Whenever anyone talks about martial arts movies, we’re almost always talking about Hong Kong cinema. The Shaw Brothers, King Hu, Bruce Lee, and Jackie Chan, were all key players in a broad umbrella genre that oscillated between OTT ultra-violent silliness and borderline superhuman athletic prowess. Mere months after Bruce Lee’s death and the posthumous release of his most famous film, Enter the Dragon (1973), Sonny Chiba emerged in The Street Fighter (1974) as Japan’s answer to the kung fu superstar. Chiba, while no less skilled than Lee, trafficked in a less subtle variety of action films: specifically, ones in which henchmen are castrated by hand and eyeballs pop out of skulls like whack-a-moles. The Street Fighter was a crazy game-changer, and it naturally spawned its fair share of sequels and spin-offs.
One such spin-off was Sister Street Fighter (1974), a thoroughly bonkers action movie that spawned three equally bonkers sequels in which Chiba-protégé Etsuko Shihomi took the reins from him. Instead of living in the shadow of the original film series, the Sister Street Fighter films take their cartoonish style and turn it up to eleven: more outlandish villains, more nudity, and, most importantly, plenty more gore.
Sister Street Fighter (1974)
The first and best film has the feel of an x-rated comic-book movie before comic-book movies existed, being a veritable circus of nonsense plotting and nonstop action. Etsuko Shihomi plays Li Koryu, a martial artist brought in by the police to rescue her undercover cop brother from a Yokohama drug lord. The complication? The drug lord has assembled a diverse gang of criminals and killers to protect his compound. These killers run the gamut from Hammerhead and his henchmen (who all wear huge black cone-shaped helmets) to a group of kickboxing women in matching leopard print outfits known as the Amazons 7.
As if that wasn’t enough, these assassins seem to be hoarding an impossibly large arsenal of weapons, all of which are announced in freeze-frame action shots each time they’re employed. The weapons vary in eccentricity for your average everyday nunchucks to sai to—my personal favourite—proto-Wolverine knuckle blades, and all of them are used to their most extreme and violent possibilities. Physical trauma is the name of the game here: men are disembowelled, blades are lodged in skulls, and there’s a surplus of slicing and dicing into oblivion courtesy of the sister street fighter herself. It’s everything one could hope for in a martial arts movie, and then some: no frills bloody thrills.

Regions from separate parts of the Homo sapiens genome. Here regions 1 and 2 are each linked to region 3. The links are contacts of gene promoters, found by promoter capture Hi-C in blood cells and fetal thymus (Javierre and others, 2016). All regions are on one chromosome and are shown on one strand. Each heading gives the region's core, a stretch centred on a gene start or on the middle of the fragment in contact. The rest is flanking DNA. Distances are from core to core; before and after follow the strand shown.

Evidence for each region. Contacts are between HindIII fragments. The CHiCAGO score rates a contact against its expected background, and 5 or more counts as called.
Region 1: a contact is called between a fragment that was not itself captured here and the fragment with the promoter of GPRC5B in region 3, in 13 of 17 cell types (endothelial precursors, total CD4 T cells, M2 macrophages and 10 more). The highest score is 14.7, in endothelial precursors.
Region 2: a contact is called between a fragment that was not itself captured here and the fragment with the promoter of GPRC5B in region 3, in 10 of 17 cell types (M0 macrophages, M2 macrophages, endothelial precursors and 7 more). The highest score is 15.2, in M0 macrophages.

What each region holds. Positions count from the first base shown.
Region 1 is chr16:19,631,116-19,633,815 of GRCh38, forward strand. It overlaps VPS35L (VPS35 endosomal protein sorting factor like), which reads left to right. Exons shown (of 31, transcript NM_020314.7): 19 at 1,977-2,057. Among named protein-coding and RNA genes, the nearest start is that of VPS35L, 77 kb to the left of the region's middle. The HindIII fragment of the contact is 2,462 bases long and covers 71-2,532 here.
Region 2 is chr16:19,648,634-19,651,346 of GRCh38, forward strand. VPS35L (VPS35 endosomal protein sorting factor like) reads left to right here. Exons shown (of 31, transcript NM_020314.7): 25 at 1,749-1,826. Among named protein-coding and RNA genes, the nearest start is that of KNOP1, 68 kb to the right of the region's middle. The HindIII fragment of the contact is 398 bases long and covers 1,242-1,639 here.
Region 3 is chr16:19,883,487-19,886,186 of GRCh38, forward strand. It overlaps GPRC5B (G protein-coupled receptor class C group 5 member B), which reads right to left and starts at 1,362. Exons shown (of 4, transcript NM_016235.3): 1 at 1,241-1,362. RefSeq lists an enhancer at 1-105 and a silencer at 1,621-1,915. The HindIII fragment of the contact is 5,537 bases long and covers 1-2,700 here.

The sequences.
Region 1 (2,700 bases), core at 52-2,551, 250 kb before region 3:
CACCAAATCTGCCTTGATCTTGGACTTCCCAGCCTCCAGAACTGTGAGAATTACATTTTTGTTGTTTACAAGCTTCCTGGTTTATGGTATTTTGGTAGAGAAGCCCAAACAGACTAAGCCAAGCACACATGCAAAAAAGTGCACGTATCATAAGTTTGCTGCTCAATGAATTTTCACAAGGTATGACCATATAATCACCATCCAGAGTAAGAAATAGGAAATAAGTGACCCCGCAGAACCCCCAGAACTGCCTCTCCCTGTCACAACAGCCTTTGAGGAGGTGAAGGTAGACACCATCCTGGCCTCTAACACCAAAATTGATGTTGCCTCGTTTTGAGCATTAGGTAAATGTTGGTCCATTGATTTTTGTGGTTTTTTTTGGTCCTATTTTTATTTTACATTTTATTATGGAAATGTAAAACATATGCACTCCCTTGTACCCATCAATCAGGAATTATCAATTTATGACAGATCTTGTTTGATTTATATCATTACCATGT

Sister Street Fighter: Hanging by a Thread (1974)
The second film in the series doesn’t have quite the same shock value. By and large, Sister Street Fighter: Hanging by a Thread (1974) is just more of the same: a similar plot, similar structure, and an overall feeling of déja vu that permeates events. It does what the first movie did but with little less punch. That being said, that lack of freshness is hardly a major issue given that nobody is watching a movie titled Sister Street Fighter: Hanging by a Thread for a nuanced narrative. On the front of pure entertainment, this film still delivers 87-minutes of virtually unbroken action scenes.
Once again, Koryu has been assigned by the police to rescue someone from criminals in Yokohama. Before you cry “hey, we’ve seen that before,” take note of the fact that this time around she’s rescuing a woman, not a man, and her captors are diamond smugglers, not drug smugglers. See, it is a different movie! The smugglers have a plot to move their diamonds in the most covert method possible: surgically implanting them in the butt-cheeks of Chinese prostitutes. But wait, there’s more! This time around Koryu’s sister is also involved in the criminal operation, complicating matters
Admittedly, it’s a little far-fetched, but why shouldn’t it be? This is a movie in which characters fight in racetracks, on top of moving trains, and even on logs floating on a river. It’s less a coherent film than it is a series of action set-pieces, and while the villains are a little less colourful and eccentric this time around—butt-implanted diamonds aside!—the action is no less frenetic and thrilling. Even as the wackiness is dialled back, the sense of fun is very much intact. It may be derivative and less worthwhile than the original, but it’s still a pretty exceptional action movie with next to no filler.
The Return of the Sister Street Fighter (1975)
The series found its footing again with the third and technically final film, which feels familiar—yes, someone else has been kidnapped in Yokohama—but never boring or stale. Koryu is back, of course, and this time around she has to contend with a man who’s taken a young girl hostage to lure Koryu to him and his carefully selected gang of villains.
This third entry is a welcome return to the excess of the first. The villain is a cartoonish carbon copy of Auric Goldfinger and the action feels lighter and less self-serious. While it would be a pretty big stretch to call this a comedy, the film is rife with visual gags—my favourite being when a man is punched in the face and his hat flies off and lands neatly on the head of a statue. Elsewhere, the film just feels like it regained some of the exploitation movie spirit lost in its predecessor. It’s a little more self-aware than Hanging by a Thread and that ability to recognise how goofy it is makes the whole movie go down smoother.
There is one big caveat to this, which is the comparative lack of blood and gore. The movie is packed from beginning to end with fight scenes that are now almost entirely bloodless, which feels like a big loss after all the drop-your-jaw, cover-your-eyes gory moments of the first two films. It’s the best sequel in the series, no question, but it’s missing the morbid humour that came with the extreme bloodshed of the first two Sister Street Fighter films and Sonny Chiba’s original The Street Fighter.